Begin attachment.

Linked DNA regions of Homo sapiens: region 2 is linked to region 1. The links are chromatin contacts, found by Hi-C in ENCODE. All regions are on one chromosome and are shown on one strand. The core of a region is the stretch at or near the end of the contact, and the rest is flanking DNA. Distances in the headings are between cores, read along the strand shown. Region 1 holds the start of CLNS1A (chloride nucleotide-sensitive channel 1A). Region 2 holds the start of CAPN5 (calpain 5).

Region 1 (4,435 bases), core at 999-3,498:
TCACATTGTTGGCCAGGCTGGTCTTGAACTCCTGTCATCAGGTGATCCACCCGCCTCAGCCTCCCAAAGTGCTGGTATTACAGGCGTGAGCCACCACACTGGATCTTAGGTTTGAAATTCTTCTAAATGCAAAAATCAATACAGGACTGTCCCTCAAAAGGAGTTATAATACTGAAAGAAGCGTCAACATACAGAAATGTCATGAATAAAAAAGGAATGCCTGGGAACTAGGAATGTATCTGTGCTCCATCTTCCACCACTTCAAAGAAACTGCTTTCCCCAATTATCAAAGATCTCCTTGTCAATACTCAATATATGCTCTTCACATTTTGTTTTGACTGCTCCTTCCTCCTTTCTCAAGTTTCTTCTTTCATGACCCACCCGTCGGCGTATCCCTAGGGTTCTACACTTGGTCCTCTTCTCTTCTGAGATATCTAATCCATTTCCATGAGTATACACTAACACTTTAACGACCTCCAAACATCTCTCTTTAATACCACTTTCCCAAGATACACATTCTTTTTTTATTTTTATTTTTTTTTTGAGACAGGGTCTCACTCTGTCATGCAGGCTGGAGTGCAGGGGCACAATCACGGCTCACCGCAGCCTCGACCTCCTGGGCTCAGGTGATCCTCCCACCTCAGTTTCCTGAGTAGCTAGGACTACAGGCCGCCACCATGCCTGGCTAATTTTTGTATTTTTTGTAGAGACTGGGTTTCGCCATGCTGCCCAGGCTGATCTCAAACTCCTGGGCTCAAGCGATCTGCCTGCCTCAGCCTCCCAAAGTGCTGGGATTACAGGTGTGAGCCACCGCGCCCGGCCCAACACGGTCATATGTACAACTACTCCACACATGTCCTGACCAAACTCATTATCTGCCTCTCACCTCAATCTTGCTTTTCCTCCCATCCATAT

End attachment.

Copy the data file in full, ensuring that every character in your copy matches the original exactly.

Linked DNA regions of Homo sapiens: region 2 is linked to region 1. The links are chromatin contacts, found by Hi-C in ENCODE. All regions are on one chromosome and are shown on one strand. The core of a region is the stretch at or near the end of the contact, and the rest is flanking DNA. Distances in the headings are between cores, read along the strand shown. Region 1 holds the start of CLNS1A (chloride nucleotide-sensitive channel 1A). Region 2 holds the start of CAPN5 (calpain 5).

Region 1 (4,435 bases), core at 999-3,498:
TCACATTGTTGGCCAGGCTGGTCTTGAACTCCTGTCATCAGGTGATCCACCCGCCTCAGCCTCCCAAAGTGCTGGTATTACAGGCGTGAGCCACCACACTGGATCTTAGGTTTGAAATTCTTCTAAATGCAAAAATCAATACAGGACTGTCCCTCAAAAGGAGTTATAATACTGAAAGAAGCGTCAACATACAGAAATGTCATGAATAAAAAAGGAATGCCTGGGAACTAGGAATGTATCTGTGCTCCATCTTCCACCACTTCAAAGAAACTGCTTTCCCCAATTATCAAAGATCTCCTTGTCAATACTCAATATATGCTCTTCACATTTTGTTTTGACTGCTCCTTCCTCCTTTCTCAAGTTTCTTCTTTCATGACCCACCCGTCGGCGTATCCCTAGGGTTCTACACTTGGTCCTCTTCTCTTCTGAGATATCTAATCCATTTCCATGAGTATACACTAACACTTTAACGACCTCCAAACATCTCTCTTTAATACCACTTTCCCAAGATACACATTCTTTTTTTATTTTTATTTTTTTTTTGAGACAGGGTCTCACTCTGTCATGCAGGCTGGAGTGCAGGGGCACAATCACGGCTCACCGCAGCCTCGACCTCCTGGGCTCAGGTGATCCTCCCACCTCAGTTTCCTGAGTAGCTAGGACTACAGGCCGCCACCATGCCTGGCTAATTTTTGTATTTTTTGTAGAGACTGGGTTTCGCCATGCTGCCCAGGCTGATCTCAAACTCCTGGGCTCAAGCGATCTGCCTGCCTCAGCCTCCCAAAGTGCTGGGATTACAGGTGTGAGCCACCGCGCCCGGCCCAACACGGTCATATGTACAACTACTCCACACATGTCCTGACCAAACTCATTATCTGCCTCTCACCTCAATCTTGCTTTTCCTCCCATCCATAT